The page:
The plaintiff in Wieder alleged (and the court found) that, although he was employed at will as an associate attorney at a law firm, his discharge nonetheless constituted a breach of contract because he was wrongfully terminated for reporting the misconduct of another attorney at the firm. In our case, the plaintiff claimed that he was discharged for refusing to file allegedly fraudulent visa applications on behalf of our client. We moved to dismiss the complaint on the basis of information we acquired following plaintiff's discharge: namely, that his license to practice law had been suspended throughout his employment with our client. Therefore, we argued (among other things) that the plaintiff could find no refuge from the employment at will doctrine under Wieder. The court agreed, concluding that because the plaintiff had failed to reveal the suspension of his law license, the situation did not fall within the Wieder exception to the employment at will doctrine. Accordingly, the plaintiff's lawsuit against our client was dismissed by the Court.

    California Court of Appeal affirms dismissal of sexual harassment case: The California Superior Court granted summary judgment on sexual harassment claims against our client brought by a female health care employee who complained of a physician's profanity and unfounded criticism. The California Court of Appeal affirmed the judgment on appeal. While there was evidence of vulgarity on the part of the physician (some of which he directed at the plaintiff), we successfully argued that the conduct was too isolated or sporadic to constitute actionable sexual harassment. The law does not impose "zero tolerance" for offensive language in the workplace. Instead, the conduct, to be actionable, must be sufficiently severe or pervasive to create an abusive work environment. We successfully persuaded both the trial and appellate courts that the conduct at issue did not rise to that level.

    Arbitrator rules for employer on wrongful termination claim by 30-year employee: Following her termination for poor performance and abusive behavior toward co-workers, the plaintiff sued her employer for wrongful termination, claiming she could not be terminated without "good cause." The Firm succeeded in persuading the court that the case belonged in arbitration pursuant to the employer's mandatory arbitration policy. Then, following discovery and a two-day arbitration hearing, the arbitrator ruled that the employer did not need good cause to terminate this employee, that the employer had good cause in any event, and that, having removed herself from the job market, plaintiff had no actual damages. While it would be extremely difficult arguing to a jury that an employee with 30 years of service could be terminated at will, the arbitrator was able to apply the law to the facts without being swayed by sympathy or emotion. The employee's claims were denied in their entirety.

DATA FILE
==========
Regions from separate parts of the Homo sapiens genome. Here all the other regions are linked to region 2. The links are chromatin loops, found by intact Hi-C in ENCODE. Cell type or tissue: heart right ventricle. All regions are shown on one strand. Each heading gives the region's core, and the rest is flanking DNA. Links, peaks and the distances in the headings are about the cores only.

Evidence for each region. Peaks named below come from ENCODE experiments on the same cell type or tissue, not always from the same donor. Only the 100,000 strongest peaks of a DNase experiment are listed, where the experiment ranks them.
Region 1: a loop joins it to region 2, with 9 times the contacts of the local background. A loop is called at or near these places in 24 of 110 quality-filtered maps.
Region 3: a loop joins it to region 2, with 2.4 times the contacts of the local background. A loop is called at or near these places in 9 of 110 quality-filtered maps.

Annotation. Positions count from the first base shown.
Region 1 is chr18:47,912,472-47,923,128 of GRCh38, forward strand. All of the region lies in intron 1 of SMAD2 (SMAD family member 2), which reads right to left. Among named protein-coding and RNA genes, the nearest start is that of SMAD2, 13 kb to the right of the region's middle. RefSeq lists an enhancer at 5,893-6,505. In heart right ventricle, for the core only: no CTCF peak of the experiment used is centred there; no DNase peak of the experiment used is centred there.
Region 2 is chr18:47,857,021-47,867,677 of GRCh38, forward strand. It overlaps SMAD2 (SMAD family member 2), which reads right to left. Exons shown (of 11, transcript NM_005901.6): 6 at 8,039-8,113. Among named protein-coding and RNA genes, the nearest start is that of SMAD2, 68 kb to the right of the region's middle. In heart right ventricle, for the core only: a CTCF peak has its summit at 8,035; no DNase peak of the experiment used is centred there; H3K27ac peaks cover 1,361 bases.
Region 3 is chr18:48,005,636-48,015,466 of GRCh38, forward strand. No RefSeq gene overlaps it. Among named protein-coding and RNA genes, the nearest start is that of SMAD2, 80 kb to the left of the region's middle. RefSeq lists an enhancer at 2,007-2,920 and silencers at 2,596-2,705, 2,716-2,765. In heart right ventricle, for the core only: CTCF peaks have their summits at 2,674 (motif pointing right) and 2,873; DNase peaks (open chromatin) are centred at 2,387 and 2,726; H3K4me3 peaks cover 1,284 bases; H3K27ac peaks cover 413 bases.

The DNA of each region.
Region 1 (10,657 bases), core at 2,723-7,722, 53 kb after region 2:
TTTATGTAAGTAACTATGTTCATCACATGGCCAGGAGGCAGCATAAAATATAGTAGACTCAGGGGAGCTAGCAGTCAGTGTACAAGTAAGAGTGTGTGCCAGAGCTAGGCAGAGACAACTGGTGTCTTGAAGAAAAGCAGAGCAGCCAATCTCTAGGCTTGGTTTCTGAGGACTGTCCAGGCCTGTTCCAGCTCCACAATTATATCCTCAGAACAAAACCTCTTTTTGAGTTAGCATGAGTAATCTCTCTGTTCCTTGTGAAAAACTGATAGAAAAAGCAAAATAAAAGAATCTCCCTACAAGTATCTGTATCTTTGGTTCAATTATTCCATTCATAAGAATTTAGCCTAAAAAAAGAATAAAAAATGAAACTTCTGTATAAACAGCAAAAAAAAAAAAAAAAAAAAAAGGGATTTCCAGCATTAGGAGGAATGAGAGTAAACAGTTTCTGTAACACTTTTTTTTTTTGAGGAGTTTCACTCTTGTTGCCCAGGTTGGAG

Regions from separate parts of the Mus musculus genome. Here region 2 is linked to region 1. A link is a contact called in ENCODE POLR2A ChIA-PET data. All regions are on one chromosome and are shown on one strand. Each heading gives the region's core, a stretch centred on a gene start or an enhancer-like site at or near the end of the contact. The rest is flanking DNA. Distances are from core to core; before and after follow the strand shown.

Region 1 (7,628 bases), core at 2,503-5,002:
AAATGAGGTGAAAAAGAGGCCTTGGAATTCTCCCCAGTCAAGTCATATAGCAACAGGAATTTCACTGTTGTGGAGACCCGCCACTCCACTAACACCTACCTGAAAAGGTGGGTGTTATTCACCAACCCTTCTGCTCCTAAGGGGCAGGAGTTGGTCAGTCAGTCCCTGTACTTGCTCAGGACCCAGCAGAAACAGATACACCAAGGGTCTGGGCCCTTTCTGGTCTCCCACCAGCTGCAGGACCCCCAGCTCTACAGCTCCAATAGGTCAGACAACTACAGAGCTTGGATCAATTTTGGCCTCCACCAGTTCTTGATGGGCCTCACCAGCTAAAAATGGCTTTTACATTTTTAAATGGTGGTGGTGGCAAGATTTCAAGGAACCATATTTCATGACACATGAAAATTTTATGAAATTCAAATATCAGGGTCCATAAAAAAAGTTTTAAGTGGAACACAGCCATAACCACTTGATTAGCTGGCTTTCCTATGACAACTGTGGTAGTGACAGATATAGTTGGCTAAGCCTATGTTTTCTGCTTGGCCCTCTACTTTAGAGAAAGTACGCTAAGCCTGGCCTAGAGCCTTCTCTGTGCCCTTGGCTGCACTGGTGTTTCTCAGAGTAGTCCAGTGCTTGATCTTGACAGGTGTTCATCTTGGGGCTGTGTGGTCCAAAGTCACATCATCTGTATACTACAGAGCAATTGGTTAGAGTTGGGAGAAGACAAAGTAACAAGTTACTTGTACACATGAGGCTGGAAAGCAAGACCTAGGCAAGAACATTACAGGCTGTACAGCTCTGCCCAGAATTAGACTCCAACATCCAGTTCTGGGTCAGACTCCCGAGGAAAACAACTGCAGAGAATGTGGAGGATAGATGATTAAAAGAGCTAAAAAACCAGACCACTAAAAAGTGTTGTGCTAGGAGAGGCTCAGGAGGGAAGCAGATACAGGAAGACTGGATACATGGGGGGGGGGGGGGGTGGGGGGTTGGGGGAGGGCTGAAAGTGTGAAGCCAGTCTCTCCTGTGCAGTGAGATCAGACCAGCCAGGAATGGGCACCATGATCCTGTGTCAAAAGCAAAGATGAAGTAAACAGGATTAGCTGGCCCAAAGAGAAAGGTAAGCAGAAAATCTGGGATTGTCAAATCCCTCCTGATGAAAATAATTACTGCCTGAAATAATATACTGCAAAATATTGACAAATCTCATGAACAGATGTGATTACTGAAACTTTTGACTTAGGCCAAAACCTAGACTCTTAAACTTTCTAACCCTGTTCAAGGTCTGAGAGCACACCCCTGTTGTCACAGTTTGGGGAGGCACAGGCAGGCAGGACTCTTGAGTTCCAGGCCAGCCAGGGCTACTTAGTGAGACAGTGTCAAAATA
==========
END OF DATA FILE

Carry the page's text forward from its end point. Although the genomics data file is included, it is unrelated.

Federal court grants KM&M's motion to dismiss ADA complaint: Plaintiff's position was eliminated shortly after he returned to work from a medical leave of absence. He filed suit in federal court in New York, alleging that he was discharged in violation of the Americans With Disabilities Act (the "ADA"). Plaintiff attached to his Complaint a doctor's note he presented to his employer when he returned to work; the note stated that Plaintiff could not lift more than thirty pounds. On the basis of this doctor's note and the fact that his absence from work was precipitated by a shoulder injury which required surgery, Plaintiff claimed he was "disabled" under the ADA.

    In lieu of answering the Complaint and commencing discovery in the case, we filed a motion to dismiss the Complaint. We argued in our motion that Plaintiff's 30-pound weight restriction did not substantially limit any major life activity and thus, he was not "disabled." In March 2001, the Court granted our motion to dismiss.

    Arbitrator rejects disability discrimination claim where plaintiff fails to substantiate need for accommodation: After being notified of deficiencies in her performance, plaintiff informed her employer that she was disabled and required certain ergonomic equipment as an accommodation. While she provided a note from her chiropractor, the note did not specify what accommodation she required. Despite repeated requests that she substantiate her need for the equipment she sought, plaintiff refused to provide that information and adopted a confrontational posture, accusing her employer of discriminating against her and seeking to infringe upon her privacy rights. Following the closure of the operation in which she worked (while she was on disability leave), plaintiff sued for disability discrimination and wrongful termination. The Firm successfully compelled arbitration under the employer's mandatory workplace arbitration program, thereby removing the case from the court system. Following a two-day hearing, the arbitrator ruled in the employer's favor on all counts. He determined that plaintiff, having refused to substantiate her need for the requested accommodations, could not now accuse the employer of failing to provide them. In reaching his decision, the arbitrator relied heavily on inconsistencies between plaintiff's testimony in this case and in a separate workers' compensation action.